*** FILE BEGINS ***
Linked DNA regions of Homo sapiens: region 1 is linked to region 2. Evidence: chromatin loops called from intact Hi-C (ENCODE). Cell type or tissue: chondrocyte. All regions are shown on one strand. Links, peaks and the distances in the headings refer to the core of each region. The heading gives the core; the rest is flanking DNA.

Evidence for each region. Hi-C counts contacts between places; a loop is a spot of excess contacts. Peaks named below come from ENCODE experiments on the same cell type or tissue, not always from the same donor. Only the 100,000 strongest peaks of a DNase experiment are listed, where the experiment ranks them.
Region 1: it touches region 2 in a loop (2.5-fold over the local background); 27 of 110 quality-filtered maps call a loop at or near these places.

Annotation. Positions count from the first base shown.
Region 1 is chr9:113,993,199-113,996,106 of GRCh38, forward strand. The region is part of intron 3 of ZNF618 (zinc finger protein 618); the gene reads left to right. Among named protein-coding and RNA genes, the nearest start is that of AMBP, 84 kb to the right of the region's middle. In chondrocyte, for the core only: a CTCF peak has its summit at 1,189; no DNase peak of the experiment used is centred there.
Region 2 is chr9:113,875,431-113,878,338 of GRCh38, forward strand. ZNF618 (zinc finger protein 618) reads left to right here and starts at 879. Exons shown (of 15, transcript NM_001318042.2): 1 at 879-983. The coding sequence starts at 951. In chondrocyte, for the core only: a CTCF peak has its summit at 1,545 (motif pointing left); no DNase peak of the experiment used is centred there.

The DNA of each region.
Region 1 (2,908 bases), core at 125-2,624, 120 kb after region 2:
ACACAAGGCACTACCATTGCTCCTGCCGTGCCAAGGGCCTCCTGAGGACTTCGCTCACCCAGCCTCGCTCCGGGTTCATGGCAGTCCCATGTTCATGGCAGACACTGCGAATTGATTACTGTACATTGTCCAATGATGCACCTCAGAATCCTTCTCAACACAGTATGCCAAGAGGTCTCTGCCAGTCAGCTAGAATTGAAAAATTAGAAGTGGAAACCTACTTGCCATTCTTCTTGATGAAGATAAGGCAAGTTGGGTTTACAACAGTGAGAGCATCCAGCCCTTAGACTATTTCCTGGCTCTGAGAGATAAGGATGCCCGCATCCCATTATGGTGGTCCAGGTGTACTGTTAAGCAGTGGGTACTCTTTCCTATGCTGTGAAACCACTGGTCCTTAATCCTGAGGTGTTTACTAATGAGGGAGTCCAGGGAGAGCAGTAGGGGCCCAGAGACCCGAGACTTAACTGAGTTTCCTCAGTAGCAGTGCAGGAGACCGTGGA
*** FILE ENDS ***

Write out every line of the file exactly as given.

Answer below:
Linked DNA regions of Homo sapiens: region 1 is linked to region 2. Evidence: chromatin loops called from intact Hi-C (ENCODE). Cell type or tissue: chondrocyte. All regions are shown on one strand. Links, peaks and the distances in the headings refer to the core of each region. The heading gives the core; the rest is flanking DNA.

Evidence for each region. Hi-C counts contacts between places; a loop is a spot of excess contacts. Peaks named below come from ENCODE experiments on the same cell type or tissue, not always from the same donor. Only the 100,000 strongest peaks of a DNase experiment are listed, where the experiment ranks them.
Region 1: it touches region 2 in a loop (2.5-fold over the local background); 27 of 110 quality-filtered maps call a loop at or near these places.

Annotation. Positions count from the first base shown.
Region 1 is chr9:113,993,199-113,996,106 of GRCh38, forward strand. The region is part of intron 3 of ZNF618 (zinc finger protein 618); the gene reads left to right. Among named protein-coding and RNA genes, the nearest start is that of AMBP, 84 kb to the right of the region's middle. In chondrocyte, for the core only: a CTCF peak has its summit at 1,189; no DNase peak of the experiment used is centred there.
Region 2 is chr9:113,875,431-113,878,338 of GRCh38, forward strand. ZNF618 (zinc finger protein 618) reads left to right here and starts at 879. Exons shown (of 15, transcript NM_001318042.2): 1 at 879-983. The coding sequence starts at 951. In chondrocyte, for the core only: a CTCF peak has its summit at 1,545 (motif pointing left); no DNase peak of the experiment used is centred there.

The DNA of each region.
Region 1 (2,908 bases), core at 125-2,624, 120 kb after region 2:
ACACAAGGCACTACCATTGCTCCTGCCGTGCCAAGGGCCTCCTGAGGACTTCGCTCACCCAGCCTCGCTCCGGGTTCATGGCAGTCCCATGTTCATGGCAGACACTGCGAATTGATTACTGTACATTGTCCAATGATGCACCTCAGAATCCTTCTCAACACAGTATGCCAAGAGGTCTCTGCCAGTCAGCTAGAATTGAAAAATTAGAAGTGGAAACCTACTTGCCATTCTTCTTGATGAAGATAAGGCAAGTTGGGTTTACAACAGTGAGAGCATCCAGCCCTTAGACTATTTCCTGGCTCTGAGAGATAAGGATGCCCGCATCCCATTATGGTGGTCCAGGTGTACTGTTAAGCAGTGGGTACTCTTTCCTATGCTGTGAAACCACTGGTCCTTAATCCTGAGGTGTTTACTAATGAGGGAGTCCAGGGAGAGCAGTAGGGGCCCAGAGACCCGAGACTTAACTGAGTTTCCTCAGTAGCAGTGCAGGAGACCGTGGA